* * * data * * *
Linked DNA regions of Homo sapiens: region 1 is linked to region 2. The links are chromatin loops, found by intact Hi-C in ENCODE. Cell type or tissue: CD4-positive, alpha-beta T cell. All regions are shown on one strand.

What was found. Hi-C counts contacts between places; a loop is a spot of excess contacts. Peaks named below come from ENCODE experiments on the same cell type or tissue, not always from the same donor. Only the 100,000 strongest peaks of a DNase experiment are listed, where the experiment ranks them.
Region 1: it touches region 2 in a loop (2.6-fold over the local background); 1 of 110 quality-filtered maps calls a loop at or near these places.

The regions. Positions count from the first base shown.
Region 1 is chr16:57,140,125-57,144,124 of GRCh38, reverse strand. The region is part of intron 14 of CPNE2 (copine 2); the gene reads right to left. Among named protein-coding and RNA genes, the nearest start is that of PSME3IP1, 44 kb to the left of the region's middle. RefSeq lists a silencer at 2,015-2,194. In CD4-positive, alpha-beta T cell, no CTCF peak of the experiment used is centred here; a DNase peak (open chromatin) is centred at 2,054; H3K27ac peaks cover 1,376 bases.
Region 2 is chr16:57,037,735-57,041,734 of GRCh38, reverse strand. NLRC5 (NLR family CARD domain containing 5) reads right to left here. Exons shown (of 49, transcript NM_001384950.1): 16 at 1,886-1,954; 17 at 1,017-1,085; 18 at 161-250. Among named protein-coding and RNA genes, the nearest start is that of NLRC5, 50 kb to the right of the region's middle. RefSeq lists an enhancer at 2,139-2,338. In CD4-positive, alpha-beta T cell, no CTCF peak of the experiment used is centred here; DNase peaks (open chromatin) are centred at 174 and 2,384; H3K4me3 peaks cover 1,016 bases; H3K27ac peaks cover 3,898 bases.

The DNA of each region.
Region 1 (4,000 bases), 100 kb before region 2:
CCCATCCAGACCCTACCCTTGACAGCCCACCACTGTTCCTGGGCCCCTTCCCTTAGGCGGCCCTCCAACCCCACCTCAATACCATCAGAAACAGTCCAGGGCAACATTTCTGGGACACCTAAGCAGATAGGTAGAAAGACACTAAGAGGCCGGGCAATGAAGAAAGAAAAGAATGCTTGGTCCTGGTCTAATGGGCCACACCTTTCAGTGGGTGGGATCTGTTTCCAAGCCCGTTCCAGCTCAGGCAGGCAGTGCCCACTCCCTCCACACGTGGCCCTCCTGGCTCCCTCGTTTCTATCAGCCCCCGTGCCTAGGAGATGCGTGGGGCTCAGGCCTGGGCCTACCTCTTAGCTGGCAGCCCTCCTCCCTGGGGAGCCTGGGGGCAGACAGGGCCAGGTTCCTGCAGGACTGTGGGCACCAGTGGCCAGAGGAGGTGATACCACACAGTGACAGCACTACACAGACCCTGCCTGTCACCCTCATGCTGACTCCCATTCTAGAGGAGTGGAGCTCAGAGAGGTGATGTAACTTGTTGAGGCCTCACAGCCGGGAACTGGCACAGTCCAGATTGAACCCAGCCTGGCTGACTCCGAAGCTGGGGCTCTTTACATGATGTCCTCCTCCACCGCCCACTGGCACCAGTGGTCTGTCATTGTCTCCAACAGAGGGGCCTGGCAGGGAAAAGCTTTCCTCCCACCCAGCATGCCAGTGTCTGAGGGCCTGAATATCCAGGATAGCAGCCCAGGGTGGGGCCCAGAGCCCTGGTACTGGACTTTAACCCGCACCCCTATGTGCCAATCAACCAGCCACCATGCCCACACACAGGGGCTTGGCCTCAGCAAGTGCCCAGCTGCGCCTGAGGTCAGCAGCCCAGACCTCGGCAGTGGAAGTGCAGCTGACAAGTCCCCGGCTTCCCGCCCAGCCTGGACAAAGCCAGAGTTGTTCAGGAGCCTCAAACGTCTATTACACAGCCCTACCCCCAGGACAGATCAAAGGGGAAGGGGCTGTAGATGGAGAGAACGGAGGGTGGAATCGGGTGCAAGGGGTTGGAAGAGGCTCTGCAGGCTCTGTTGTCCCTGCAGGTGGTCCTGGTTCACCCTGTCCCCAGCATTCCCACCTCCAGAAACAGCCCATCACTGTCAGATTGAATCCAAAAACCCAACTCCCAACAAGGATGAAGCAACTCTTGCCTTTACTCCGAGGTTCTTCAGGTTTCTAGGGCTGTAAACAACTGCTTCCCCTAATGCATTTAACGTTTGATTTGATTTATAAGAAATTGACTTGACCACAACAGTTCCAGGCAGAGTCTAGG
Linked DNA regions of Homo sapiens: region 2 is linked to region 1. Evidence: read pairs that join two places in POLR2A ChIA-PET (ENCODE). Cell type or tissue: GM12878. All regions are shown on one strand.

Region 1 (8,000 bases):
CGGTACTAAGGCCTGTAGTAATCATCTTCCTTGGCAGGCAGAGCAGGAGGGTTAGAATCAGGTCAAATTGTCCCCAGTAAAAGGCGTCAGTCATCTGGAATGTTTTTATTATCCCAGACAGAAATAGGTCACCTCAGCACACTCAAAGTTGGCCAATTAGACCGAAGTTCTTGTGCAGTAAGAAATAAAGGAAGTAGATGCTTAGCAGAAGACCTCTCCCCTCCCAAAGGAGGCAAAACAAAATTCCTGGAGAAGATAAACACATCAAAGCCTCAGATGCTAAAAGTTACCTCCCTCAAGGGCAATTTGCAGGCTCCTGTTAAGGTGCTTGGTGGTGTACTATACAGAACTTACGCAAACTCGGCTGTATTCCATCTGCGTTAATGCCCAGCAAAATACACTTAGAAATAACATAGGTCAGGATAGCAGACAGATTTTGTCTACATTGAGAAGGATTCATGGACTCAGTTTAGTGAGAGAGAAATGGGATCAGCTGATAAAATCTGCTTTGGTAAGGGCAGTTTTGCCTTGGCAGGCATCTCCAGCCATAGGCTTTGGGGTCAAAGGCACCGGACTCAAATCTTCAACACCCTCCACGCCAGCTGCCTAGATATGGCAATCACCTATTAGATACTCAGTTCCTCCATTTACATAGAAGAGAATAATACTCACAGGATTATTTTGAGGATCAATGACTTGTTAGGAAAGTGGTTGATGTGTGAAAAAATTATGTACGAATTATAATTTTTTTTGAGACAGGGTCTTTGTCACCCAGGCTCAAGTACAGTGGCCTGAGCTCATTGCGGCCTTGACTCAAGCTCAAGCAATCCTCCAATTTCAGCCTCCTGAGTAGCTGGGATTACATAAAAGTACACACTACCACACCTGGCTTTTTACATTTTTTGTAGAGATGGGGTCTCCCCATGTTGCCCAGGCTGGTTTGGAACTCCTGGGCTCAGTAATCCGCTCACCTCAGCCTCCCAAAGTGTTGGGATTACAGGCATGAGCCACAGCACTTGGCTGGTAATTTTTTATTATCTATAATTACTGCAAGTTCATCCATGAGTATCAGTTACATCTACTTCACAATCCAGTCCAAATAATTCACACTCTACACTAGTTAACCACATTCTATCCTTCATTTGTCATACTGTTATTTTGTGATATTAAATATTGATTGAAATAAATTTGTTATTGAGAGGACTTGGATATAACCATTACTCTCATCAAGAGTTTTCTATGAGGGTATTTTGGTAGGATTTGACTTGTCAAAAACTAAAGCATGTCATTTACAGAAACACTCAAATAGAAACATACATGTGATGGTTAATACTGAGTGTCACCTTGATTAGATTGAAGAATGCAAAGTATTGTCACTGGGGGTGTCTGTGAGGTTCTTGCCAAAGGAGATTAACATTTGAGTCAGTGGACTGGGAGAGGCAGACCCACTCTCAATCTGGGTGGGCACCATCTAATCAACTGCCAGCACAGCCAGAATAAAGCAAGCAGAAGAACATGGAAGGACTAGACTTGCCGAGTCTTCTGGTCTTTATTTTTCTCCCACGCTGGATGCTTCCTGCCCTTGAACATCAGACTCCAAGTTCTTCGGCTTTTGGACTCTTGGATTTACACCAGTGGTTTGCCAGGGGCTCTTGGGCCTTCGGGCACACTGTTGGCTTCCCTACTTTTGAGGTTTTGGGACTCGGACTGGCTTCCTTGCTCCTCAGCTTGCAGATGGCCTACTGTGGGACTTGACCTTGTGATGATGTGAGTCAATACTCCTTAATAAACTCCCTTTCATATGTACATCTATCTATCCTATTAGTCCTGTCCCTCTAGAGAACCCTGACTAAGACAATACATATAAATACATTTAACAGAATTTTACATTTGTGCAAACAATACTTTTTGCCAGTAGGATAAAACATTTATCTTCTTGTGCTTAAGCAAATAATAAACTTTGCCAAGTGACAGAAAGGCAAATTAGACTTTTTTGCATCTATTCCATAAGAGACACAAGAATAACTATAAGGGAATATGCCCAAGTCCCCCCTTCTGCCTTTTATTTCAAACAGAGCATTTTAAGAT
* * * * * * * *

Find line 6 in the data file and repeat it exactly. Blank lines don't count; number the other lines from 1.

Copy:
Region 2 is chr16:57,037,735-57,041,734 of GRCh38, reverse strand. NLRC5 (NLR family CARD domain containing 5) reads right to left here. Exons shown (of 49, transcript NM_001384950.1): 16 at 1,886-1,954; 17 at 1,017-1,085; 18 at 161-250. Among named protein-coding and RNA genes, the nearest start is that of NLRC5, 50 kb to the right of the region's middle. RefSeq lists an enhancer at 2,139-2,338. In CD4-positive, alpha-beta T cell, no CTCF peak of the experiment used is centred here; DNase peaks (open chromatin) are centred at 174 and 2,384; H3K4me3 peaks cover 1,016 bases; H3K27ac peaks cover 3,898 bases.